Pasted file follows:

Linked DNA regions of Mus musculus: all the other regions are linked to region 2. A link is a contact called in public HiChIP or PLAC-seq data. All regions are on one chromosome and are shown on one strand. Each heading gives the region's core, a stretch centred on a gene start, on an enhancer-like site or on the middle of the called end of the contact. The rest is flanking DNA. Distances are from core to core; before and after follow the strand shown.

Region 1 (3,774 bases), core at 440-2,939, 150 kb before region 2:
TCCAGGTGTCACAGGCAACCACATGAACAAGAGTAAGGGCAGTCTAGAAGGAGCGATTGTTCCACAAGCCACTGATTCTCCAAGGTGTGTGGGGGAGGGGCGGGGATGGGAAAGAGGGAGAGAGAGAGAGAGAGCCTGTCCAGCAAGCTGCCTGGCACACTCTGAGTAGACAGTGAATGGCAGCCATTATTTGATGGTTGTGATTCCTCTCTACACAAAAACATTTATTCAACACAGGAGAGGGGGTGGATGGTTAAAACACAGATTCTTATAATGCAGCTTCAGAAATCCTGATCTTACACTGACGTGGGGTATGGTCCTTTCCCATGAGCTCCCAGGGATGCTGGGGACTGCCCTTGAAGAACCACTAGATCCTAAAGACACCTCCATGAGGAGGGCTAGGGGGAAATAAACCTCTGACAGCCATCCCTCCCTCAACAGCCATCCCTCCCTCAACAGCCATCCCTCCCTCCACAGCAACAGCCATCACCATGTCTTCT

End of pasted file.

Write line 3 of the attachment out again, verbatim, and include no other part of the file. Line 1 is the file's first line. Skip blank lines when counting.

TCCAGGTGTCACAGGCAACCACATGAACAAGAGTAAGGGCAGTCTAGAAGGAGCGATTGTTCCACAAGCCACTGATTCTCCAAGGTGTGTGGGGGAGGGGCGGGGATGGGAAAGAGGGAGAGAGAGAGAGAGAGCCTGTCCAGCAAGCTGCCTGGCACACTCTGAGTAGACAGTGAATGGCAGCCATTATTTGATGGTTGTGATTCCTCTCTACACAAAAACATTTATTCAACACAGGAGAGGGGGTGGATGGTTAAAACACAGATTCTTATAATGCAGCTTCAGAAATCCTGATCTTACACTGACGTGGGGTATGGTCCTTTCCCATGAGCTCCCAGGGATGCTGGGGACTGCCCTTGAAGAACCACTAGATCCTAAAGACACCTCCATGAGGAGGGCTAGGGGGAAATAAACCTCTGACAGCCATCCCTCCCTCAACAGCCATCCCTCCCTCAACAGCCATCCCTCCCTCCACAGCAACAGCCATCACCATGTCTTCT